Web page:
During the sentencing phase of Moore’s incarceration, she speculated that a counselor’s diagnosis of “theft addiction-no criminal intent stemming from emotional issues” would have been persuasive enough to keep her from going to prison. That was not to be the case. Moore is quite candid about an addiction that landed her in prison. She is even more graphic about her initial entry into prison, and her stay there, as she states; “I am listed as Inmate OL8397. Prison has been my home for six months now. I have seen things that I never would have imagined. I’ve seen straight girls being turned out, women who called themselves, look like and move like men. I’ve seen sex in the shower, in the yard and in the cell. I’ve watched women kiss passionately in corners, cry during separation and being handcuffed and escorted and taken to the RHU for fighting. I’ve heard more racial slurs, pick up lines and the F-word more than I can count. I’ve seen the greatest level of disrespect between officer and inmate, women being treated like trash, talked to like a child, called skanks and crack heads and I’ve seen some totally ignored.” She has written a sobering account of life in prison, but more importantly, her spiritual transformation as a result of it.
Moore indicates in her book that she is better off as a result of her time in prison. “I am more sympathetic and compassionate toward others. From where I sit, it is more difficult to judge. I am sitting at a table with those who have seen the unimaginable, witnessed the indescribable, and committed crimes unthinkable. I am where we are all the same. (writing from prison). Funny … that’s the way God sees us. His eyes are like these eyes. I am no different from Karen who killed her husband … Melanie who buried her baby alive … Amy who molested a young boy … Juanita who has 25 counts of prostitution … Maryanne who robbed a bank with her husband … Tonya who set her lover’s apartment building on fire,” she concluded. “I am compassionate for those who are sentenced to life, 20 to 30 years, 10 to 20 years, 5 to 10 years, 2 to 4 years and 1 to 2 years. I am more understanding of those who leave and violate and come right back.”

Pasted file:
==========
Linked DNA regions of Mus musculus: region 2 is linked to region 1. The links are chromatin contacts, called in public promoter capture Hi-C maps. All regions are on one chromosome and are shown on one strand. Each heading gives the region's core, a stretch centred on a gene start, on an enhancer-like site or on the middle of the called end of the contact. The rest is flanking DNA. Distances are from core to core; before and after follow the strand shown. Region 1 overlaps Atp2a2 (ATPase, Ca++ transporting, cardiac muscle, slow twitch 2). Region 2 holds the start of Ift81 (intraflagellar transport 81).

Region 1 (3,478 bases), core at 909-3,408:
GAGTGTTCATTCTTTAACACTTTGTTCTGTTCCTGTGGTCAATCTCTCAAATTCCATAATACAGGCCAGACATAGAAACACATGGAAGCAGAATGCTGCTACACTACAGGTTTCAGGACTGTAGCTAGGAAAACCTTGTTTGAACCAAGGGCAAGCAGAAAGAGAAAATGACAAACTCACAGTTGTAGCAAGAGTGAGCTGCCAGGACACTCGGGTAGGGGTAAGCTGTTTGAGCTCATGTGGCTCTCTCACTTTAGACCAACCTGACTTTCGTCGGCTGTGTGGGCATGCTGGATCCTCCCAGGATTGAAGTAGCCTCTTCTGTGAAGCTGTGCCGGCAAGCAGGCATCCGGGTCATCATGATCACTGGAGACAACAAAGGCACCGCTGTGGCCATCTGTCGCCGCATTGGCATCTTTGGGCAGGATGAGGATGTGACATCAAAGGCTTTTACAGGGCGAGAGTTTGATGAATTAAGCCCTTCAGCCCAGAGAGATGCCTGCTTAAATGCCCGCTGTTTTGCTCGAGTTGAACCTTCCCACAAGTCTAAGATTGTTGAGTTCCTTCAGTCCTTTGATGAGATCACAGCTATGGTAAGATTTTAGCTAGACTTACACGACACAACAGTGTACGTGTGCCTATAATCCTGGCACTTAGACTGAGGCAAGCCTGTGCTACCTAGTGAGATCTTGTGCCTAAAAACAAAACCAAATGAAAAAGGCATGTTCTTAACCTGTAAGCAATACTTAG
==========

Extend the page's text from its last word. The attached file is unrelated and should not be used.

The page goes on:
Moore questions her early relationship with God. “As a little girl, I did not think that God was fair. I mean, he took my Mommy and Daddy when I needed them the most. I believed he answered prayers but that was a scary thing to me. I watched Mommy ask God to take away the pain… He did, I felt like he gave it to me.”
As she grew older, she went to church because she was expected to do so, reciting rehearsed prayers she had been taught. “ I watched people fall out and call on Jesus and it frightened me. I listened to what the Pastor said because he was closer to God than me. I believed he knew the Bible and I didn’t,” she recalled. “God wasn’t fair. In my opinion, he only helped when the pain was so bad, and there was absolutely no other way out. Deep down, I think I anticipated trudging through hell before God would help me into heaven…. I did not know him as a God of love, peace and protection. I knew him as selfish, partial, and one who inflicted retributive suffering according to his attitude.”
It took prison for the author’s viewpoint to change. I highly recommend her book.
Dennis Moore is a member of the San Diego Writers/Editors Guild. He has written for LifeAfter50 Magazine in Pasadena, California, and the Baja Times newspaper in Rosarito Beach, Mexico. He is also the President of Bethel Memorial A.M.E. Prison Ministry in San Diego, California. He can be contacted at firstname.lastname@example.org or you can follow him on Twitter at: @DennisMoore8.